School of Medicine researchers have developed a noninvasive method to screen for kidney cancer that involves measuring the presence of proteins in the urine. The findings are reported March 19 in the journal JAMA Oncology.
The researchers found that the protein biomarkers were more than 95 percent accurate in identifying early-stage kidney cancers. In addition, there were no false positives caused by non-cancerous kidney disease.
“These biomarkers are very sensitive and specific to kidney cancer,” said senior author Evan D. Kharasch, MD, PhD.
Like most cancers, kidney tumors are easier to treat when diagnosed early. But symptoms of the disease, such as blood in the urine and abdominal pain, often don’t develop until later, making early diagnosis difficult.
“The most common way that we find kidney cancer is as an incidental, fortuitous finding when someone has a CT or MRI scan,” said Kharasch, the Russell D. and Mary B. Shelden Professor of Anesthesiology. “It’s not affordable to use such scans as a screening method, so our goal has been to develop a urine test to identify kidney cancer early.”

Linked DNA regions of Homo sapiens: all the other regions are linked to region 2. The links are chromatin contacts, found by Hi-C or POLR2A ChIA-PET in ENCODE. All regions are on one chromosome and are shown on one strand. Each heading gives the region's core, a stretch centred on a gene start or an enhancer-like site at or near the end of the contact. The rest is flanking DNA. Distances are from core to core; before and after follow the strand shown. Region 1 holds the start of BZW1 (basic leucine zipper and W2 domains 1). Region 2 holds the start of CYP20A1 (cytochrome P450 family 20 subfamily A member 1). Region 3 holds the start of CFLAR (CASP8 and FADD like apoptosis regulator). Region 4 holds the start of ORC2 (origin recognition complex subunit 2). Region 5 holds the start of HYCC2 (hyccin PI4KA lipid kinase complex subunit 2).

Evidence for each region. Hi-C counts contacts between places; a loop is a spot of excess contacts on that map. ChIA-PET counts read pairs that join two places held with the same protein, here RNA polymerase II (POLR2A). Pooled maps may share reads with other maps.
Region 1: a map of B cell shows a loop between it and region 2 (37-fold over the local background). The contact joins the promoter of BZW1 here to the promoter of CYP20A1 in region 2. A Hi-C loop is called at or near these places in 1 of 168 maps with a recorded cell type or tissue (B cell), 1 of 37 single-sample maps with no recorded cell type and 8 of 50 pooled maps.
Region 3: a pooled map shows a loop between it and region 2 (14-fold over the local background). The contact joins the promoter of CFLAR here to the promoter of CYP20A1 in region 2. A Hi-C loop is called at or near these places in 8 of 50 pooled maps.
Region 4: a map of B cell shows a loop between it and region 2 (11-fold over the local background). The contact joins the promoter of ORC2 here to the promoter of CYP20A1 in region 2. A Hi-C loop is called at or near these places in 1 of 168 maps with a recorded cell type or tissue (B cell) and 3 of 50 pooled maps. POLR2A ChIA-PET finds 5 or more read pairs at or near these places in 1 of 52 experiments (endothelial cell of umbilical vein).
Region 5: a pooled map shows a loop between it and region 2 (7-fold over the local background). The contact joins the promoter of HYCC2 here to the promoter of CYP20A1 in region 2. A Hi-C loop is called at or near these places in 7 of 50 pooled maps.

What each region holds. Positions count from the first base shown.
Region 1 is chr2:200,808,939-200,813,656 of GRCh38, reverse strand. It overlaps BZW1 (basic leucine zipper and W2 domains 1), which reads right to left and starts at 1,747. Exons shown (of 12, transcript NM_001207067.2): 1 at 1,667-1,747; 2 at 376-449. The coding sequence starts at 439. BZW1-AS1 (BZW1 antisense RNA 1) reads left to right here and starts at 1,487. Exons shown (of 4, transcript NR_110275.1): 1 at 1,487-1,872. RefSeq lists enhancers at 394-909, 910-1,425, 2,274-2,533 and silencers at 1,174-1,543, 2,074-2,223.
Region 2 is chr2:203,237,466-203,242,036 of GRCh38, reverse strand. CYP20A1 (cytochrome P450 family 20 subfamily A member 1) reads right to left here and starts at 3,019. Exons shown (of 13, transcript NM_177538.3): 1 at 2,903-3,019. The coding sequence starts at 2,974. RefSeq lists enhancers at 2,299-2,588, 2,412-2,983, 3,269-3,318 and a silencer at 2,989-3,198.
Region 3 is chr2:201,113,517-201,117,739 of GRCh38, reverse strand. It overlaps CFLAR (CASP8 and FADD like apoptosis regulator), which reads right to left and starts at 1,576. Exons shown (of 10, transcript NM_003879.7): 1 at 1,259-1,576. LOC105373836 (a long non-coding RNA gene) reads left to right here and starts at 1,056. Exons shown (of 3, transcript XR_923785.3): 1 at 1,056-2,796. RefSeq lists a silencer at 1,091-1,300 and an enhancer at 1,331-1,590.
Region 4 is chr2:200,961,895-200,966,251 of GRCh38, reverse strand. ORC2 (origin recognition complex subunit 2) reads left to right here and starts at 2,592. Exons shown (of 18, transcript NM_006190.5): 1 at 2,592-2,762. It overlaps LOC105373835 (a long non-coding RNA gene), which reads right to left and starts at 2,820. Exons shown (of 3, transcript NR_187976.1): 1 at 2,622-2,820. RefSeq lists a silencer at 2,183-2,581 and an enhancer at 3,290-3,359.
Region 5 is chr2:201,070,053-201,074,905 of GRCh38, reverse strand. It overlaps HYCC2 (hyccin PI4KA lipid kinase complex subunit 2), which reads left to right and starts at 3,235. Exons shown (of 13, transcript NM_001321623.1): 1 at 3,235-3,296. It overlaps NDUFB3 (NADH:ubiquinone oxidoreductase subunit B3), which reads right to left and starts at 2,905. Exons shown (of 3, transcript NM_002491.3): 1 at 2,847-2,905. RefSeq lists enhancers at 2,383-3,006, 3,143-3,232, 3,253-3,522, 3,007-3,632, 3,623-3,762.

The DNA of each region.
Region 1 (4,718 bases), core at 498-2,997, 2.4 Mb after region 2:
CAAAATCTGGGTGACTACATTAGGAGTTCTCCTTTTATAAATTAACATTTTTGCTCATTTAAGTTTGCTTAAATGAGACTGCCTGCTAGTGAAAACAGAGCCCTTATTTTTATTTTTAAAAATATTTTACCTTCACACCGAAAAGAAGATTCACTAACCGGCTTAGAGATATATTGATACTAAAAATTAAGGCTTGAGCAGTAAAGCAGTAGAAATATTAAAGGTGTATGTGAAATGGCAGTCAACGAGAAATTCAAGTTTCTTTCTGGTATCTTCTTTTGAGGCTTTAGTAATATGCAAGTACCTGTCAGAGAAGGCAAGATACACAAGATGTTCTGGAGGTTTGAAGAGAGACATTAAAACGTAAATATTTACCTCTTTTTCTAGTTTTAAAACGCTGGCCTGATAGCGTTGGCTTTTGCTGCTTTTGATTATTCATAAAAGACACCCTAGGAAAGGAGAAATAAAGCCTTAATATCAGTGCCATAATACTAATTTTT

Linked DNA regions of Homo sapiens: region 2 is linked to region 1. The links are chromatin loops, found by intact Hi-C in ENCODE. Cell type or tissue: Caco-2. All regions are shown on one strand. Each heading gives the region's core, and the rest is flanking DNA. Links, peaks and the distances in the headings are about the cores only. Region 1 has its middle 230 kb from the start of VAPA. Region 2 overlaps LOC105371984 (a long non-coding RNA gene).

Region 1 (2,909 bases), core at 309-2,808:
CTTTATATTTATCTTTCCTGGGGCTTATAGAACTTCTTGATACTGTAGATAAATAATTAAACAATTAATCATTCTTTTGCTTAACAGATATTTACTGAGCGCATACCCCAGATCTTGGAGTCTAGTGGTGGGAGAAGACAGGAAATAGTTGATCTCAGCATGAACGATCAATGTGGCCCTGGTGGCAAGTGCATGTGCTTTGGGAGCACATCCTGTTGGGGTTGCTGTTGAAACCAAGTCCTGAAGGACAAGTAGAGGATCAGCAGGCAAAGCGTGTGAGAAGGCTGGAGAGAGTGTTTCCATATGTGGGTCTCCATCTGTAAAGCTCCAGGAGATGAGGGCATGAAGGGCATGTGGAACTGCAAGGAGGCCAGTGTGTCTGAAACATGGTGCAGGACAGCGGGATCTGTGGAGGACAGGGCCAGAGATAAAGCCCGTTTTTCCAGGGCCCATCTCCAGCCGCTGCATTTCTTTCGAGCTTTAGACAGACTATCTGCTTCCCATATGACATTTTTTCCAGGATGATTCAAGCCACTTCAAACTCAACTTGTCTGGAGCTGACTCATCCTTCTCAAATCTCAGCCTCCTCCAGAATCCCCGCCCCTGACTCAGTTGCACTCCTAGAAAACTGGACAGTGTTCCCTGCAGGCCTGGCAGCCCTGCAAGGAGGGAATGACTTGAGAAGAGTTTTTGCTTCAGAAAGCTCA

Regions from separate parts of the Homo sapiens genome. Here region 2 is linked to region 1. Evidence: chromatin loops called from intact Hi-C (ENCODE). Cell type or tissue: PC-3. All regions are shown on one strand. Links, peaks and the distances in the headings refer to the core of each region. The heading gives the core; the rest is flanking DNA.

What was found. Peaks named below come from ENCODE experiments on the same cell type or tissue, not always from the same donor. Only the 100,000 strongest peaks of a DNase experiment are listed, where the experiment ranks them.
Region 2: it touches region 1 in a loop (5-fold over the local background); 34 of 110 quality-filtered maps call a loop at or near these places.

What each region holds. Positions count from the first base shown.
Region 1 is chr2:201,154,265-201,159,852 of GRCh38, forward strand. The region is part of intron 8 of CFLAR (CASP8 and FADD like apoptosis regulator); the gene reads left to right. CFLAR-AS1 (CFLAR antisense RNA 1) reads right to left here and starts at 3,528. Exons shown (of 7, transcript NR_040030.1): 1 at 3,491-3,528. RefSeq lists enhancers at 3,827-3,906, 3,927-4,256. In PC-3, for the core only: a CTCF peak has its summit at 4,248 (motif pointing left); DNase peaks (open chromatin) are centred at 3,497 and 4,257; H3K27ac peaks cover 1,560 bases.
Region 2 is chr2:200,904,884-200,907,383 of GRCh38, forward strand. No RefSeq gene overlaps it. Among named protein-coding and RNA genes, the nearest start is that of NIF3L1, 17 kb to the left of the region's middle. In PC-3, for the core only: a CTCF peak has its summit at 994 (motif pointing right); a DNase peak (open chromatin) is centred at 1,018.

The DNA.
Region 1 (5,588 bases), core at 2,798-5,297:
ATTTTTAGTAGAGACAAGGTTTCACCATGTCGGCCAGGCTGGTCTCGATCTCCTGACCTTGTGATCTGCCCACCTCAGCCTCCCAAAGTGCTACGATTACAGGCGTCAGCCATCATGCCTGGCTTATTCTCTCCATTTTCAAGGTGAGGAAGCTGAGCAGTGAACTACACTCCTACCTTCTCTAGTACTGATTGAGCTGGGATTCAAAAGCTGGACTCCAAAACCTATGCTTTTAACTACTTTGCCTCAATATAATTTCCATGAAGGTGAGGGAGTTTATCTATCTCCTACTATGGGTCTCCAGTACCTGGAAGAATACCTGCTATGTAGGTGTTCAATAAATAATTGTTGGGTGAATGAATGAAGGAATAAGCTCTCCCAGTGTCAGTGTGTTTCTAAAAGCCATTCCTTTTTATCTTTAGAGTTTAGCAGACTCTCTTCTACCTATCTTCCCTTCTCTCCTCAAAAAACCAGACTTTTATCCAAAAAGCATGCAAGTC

With researchers from the Alvin J. Siteman Cancer Center, the Mallinckrodt Institute of Radiology and the Division of Urologic Surgery, Kharasch and principal investigator Jeremiah J. Morrissey, PhD, professor of anesthesiology, analyzed urine samples from 720 patients at Barnes-Jewish Hospital who were about to undergo abdominal CT scans for reasons unrelated to suspicion of kidney cancer.
Results of the scans let the investigators determine whether patients might have kidney cancer. As a comparison, they also analyzed samples from 80 healthy people and 19 patients previously diagnosed with kidney cancer.
The researchers measured levels of two proteins in the urine — aquaporin-1 (AQP1) and perlipin-2 (PLIN2). None of the healthy people had elevated levels of either protein, but patients with kidney cancer had elevated levels of both proteins.
About 15 percent of kidney masses found by CT scans are not malignant. The only way to know definitively is to operate. Kharasch and Morrissey are using the findings to develop an easy-to-use, more widely available screening test.